One of the requirements for qualification as an “eligible lease” was that the lease was in effect on the day the first regulations made under section 15 of the Act came into operation. That date was 29 March 2020. The landlord submitted that the lease, having been brought to an end on 27 March 2020, did therefore not qualify as an eligible lease.
The landlord also submitted that this was relevant when considering the tenant’s alternative claim for relief against forfeiture, and the liabilities the tenant would have to meet as the usual condition of granting relief.
Interestingly for our purposes, the tenant alleged that the landlord was not entitled to re-enter the retail premises other than by having first complied with the provisions of the Act and the Regulations.
Regulation 9(2) of the regulations provides:
A landlord under an eligible lease must not evict or attempt to evict a tenant under the eligible lease to whom sub-regulation [9(1)] applies.
As noted, an eligible lease under the Act, being a lease that therefore had the protection of the rent relief provisions of the Regulations, was one that was in effect on 29 March 2020. The Tribunal found in this case that there was no serious question to be tried concerning the right of the landlord to bring the lease to an end by re-entry on 27 March 2020, and as a consequence the Tribunal found that there was no serious question to be tried concerning the right of the tenant to the protections against ejectment provided by the Covid-19 legislation.
As well as injunctive relief, the tenant claimed in the alternative relief against forfeiture.
The landlord submitted that as to the future rent, the tenant may not be able to pay it for months or years as its capability of doing so, being linked to the tenant’s turnover, would require the tenant promptly to operate at the same level as the period prior to the onset of the Covid-19 pandemic.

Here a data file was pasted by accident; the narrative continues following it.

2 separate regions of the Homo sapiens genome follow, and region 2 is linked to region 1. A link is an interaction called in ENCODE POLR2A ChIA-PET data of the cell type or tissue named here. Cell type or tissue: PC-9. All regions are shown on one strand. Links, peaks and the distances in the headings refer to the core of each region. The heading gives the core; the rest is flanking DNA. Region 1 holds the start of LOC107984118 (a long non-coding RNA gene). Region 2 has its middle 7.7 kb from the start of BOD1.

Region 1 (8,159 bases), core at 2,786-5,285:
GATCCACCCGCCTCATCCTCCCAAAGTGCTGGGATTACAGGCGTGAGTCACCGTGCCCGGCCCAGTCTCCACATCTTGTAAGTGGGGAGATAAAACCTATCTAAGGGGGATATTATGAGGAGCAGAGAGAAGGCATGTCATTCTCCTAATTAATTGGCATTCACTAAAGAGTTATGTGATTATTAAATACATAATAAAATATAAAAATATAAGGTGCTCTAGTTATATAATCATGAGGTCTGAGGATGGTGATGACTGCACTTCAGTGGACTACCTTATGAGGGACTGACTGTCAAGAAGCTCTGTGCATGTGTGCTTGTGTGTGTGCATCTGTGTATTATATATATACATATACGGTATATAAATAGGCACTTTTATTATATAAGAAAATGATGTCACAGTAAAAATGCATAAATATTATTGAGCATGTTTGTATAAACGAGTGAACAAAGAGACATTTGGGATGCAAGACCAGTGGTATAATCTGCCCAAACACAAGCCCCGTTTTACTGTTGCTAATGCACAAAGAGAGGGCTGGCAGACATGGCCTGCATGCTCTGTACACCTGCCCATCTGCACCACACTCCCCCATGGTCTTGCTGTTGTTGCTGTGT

The Tribunal concluded that the tenant did not intend to seek relief from its obligation to pay rent and outgoings pursuant to the Covid-19 legislation, such that the amount of rent payable by the tenant until its business started operating again would be a matter for determination, failing agreement between the parties.
The Tribunal accepted the evidence of the tenant’s director to the effect that the tenant is enrolled in the JobKeeper Scheme, and that the director is an “eligible business participant” engaged in the business of the tenant and entitled to receipt of the Jobkeeper payment. The Tribunal also accepted that the tenant qualified for the JobKeeper Scheme, as “carrying on business” in Australia on 1 March 2020, notwithstanding the landlord having taken possession of the premises on 27 February 2020.
However, the Tribunal concluded that in regard to the tenant's obligation to pay rent and other amounts in arrears as a condition of the granting of relief against forfeiture, there was no serious question as to whether the tenant was entitled to take advantage of the rent relief provisions contained in the Covid-19 legislation. The Member accepted the landlord's submission that the lease was not an “eligible lease” within the meaning of section 13 of the Act because there was no serious question as to whether it was in effect on 29 March 2020. The tenant would therefore not be entitled to any rent relief or relief from any liabilities under the Covid-19 legislation.
Ultimately the Tribunal granted the tenant’s application for relief against forfeiture on the basis that all rent and outgoings that would otherwise have been paid by the tenant to the landlord to the date of the decision, had the landlord not taken possession when it did, must be paid by the tenant as a condition of granting relief.
This case shows the analysis that the Tribunal must undertake in order to determine whether a case falls within the moratorium granted by the Code of Conduct and the Act and regulations created under it.
W G Stark
Hayden Starke Chambers